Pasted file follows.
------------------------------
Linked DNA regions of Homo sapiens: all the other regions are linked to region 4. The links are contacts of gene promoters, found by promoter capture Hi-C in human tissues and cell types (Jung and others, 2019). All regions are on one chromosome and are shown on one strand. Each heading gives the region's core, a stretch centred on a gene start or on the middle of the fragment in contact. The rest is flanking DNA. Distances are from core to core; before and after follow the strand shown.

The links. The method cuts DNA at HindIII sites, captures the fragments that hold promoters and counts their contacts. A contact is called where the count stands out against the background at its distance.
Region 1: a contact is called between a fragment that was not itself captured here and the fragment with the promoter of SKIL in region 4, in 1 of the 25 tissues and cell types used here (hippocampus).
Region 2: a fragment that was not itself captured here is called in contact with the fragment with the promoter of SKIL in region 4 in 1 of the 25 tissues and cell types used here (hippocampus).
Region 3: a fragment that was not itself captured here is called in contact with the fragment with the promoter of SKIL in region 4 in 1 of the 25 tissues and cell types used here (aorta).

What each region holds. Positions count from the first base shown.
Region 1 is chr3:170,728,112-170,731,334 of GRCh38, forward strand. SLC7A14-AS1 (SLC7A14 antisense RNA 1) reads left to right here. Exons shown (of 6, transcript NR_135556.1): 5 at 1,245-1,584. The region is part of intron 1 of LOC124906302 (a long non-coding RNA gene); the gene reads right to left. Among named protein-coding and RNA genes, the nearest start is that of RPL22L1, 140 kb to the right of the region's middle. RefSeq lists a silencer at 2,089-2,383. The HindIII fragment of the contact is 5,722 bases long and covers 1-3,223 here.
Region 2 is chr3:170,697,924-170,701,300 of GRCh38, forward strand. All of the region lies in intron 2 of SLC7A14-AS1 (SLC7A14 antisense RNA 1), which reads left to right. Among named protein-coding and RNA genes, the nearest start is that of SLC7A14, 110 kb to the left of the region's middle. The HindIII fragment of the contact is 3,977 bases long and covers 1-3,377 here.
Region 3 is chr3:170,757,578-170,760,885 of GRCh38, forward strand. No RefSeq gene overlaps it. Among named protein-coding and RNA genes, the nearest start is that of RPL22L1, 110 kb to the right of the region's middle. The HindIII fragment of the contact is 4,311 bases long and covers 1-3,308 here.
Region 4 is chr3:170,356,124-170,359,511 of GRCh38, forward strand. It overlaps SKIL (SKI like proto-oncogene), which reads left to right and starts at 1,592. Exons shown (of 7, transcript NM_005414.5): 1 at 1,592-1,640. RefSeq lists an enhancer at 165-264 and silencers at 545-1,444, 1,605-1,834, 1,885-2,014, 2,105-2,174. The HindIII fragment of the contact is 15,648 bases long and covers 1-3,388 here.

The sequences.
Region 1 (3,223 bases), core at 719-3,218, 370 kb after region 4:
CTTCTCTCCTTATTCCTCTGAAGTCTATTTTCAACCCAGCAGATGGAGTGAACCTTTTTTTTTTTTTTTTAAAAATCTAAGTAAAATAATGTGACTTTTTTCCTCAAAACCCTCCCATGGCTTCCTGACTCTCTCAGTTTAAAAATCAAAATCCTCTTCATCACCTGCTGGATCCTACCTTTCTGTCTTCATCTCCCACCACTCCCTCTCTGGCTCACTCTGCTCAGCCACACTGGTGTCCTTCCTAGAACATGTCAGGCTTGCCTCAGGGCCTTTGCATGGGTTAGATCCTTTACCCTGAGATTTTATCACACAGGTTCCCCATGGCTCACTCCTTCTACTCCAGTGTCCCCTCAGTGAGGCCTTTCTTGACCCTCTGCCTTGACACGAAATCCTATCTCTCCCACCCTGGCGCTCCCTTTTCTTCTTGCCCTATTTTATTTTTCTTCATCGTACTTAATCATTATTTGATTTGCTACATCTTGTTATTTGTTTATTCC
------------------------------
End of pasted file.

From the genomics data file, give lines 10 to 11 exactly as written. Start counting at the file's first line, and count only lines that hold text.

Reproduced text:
Region 4 is chr3:170,356,124-170,359,511 of GRCh38, forward strand. It overlaps SKIL (SKI like proto-oncogene), which reads left to right and starts at 1,592. Exons shown (of 7, transcript NM_005414.5): 1 at 1,592-1,640. RefSeq lists an enhancer at 165-264 and silencers at 545-1,444, 1,605-1,834, 1,885-2,014, 2,105-2,174. The HindIII fragment of the contact is 15,648 bases long and covers 1-3,388 here.

The sequences.